Yet another month has passed without a peep from me. I’m starting to sound like a broken record, so I’m not going to say it again. You know how I feel about this.
I go through these phases where I’m completely gung-ho about everything. Motivated about both the conceiving process and the execution, lately I’ve only really been able to think. I can be out all day getting things done and have millions of ideas swarming around in my head but as soon as I get home I’m a total brainless idiot. I don’t remember what I wanted to write about, nor do I have the energy to figure it out. I think the problem has been that every morning I spend my first couple hours looking for and applying to as many jobs as I can. Writing five different, personal cover letters a day is enough to cause intense bouts of insanity and zombie-ism. By the time I’m finished with those, the last thing I can think about is being clever and entertaining. So, for the sake of my sanity (or even just this blog) please keep your fingers crossed that I get a job soon.
I have a couple things I have wanted to talk about here but I’m going to attempt to be topical today and discuss Occupy Wall Street, because I happened to be amongst many of the protesters last night, if only for a little.
Now, I’m not a very political woman. I care about our country and our future, but I have never been one to be motivated by it. I vote for president, but don’t get involved in any other elections. When I was younger, the only reason I knew when Election Day was was because it sometimes landed on my birthday. In the elections I’ve participated in, I absentee voted because I wasn’t in the state or country. I’ve never had to pull a lever, poke a chad or whatever you do, which actually kind of strikes a little fear into my heart for the upcoming election next year. I realize that Occupy Wall Street isn’t about ‘voting‘, but honestly, I’m not entirely sure what it’s all about. I know they are targeting corporate greed and asking for many of the CEO’s of the big banks to be held accountable, but I’m sure there’s more to it.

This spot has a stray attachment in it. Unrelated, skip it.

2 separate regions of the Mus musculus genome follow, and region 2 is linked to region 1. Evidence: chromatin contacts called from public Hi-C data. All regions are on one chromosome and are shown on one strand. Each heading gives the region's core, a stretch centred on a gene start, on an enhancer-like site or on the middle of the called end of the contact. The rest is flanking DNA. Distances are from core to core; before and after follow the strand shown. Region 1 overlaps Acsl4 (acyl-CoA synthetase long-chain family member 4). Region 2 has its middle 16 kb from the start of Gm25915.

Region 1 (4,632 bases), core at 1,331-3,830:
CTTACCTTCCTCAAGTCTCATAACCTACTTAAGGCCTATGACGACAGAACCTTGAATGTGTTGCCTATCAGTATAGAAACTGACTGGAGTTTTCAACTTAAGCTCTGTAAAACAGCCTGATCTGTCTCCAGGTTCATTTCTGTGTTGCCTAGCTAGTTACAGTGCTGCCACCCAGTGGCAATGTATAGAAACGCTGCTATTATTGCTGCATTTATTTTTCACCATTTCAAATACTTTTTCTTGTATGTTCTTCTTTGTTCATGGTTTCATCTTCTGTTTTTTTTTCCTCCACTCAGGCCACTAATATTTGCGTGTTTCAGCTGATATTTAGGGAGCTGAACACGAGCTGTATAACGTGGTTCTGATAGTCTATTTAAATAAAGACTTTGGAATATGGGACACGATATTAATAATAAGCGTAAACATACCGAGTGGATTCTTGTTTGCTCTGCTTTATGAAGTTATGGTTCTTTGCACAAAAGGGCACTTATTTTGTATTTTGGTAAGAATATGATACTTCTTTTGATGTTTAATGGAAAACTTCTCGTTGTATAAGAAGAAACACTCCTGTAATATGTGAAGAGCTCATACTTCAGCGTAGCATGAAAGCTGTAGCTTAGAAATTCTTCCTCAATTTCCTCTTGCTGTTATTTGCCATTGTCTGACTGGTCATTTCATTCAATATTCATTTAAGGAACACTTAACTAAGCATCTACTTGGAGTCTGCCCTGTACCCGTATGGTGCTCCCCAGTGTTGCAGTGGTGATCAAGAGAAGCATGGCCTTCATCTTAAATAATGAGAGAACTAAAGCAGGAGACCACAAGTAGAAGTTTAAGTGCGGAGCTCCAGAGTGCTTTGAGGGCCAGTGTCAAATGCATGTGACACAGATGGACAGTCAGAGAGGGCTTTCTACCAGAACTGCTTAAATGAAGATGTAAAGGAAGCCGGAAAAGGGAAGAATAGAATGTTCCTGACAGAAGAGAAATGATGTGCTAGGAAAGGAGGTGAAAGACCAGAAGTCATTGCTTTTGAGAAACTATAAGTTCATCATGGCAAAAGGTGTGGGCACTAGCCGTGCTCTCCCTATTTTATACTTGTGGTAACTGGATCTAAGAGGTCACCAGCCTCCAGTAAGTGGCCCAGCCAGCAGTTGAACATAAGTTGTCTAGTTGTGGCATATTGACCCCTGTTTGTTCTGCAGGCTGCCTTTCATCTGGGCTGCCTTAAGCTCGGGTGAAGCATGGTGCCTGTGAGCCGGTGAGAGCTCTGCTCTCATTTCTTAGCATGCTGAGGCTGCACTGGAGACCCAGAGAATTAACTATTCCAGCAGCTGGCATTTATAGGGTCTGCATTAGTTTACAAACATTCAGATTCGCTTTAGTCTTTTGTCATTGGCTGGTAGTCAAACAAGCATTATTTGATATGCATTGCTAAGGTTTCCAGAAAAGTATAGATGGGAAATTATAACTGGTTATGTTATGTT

I have a friend, M, who is very interested in being involved and has been to the protests multiple times. She’s one of the sane ones though, because she goes home. I hate crowds. I mean, I really hate crowds. I don’t like being in the middle of a bunch of people where I feel I can’t get away. At concerts I like to stay to the side or in the back (it‘s easier to get to the bar that way too), I don’t need to be up front getting sweat on. I almost got killed by a crowd of weepy, wussy teenagers at a freaking Morrissey concert, so I prefer to keep my distance. Friday night, M and I hung out and she mentioned that Saturday afternoon she was going to one of the marches with a friend. I wished her luck. At one point in the afternoon on Saturday, I saw some pictures she had posted to Facebook and was comforted knowing she was still alive. Later that night, I got a text from her asking if I wanted to get a drink. I had just finished babysitting and figured I deserved a couple cold ones after a tough four hours of babysitting, two-and-a-half of them watching TV while they slept. She suggested we meet at Washington Square Park where some of the protesters had moved to for an ‘after party’. I was a little hesitant about getting in the middle of all this but she assured me we didn’t have to stay, and knowing drinks were in my future made it much easier. Her phone was dying so we agreed to just meet near the famous arch at 11:30pm.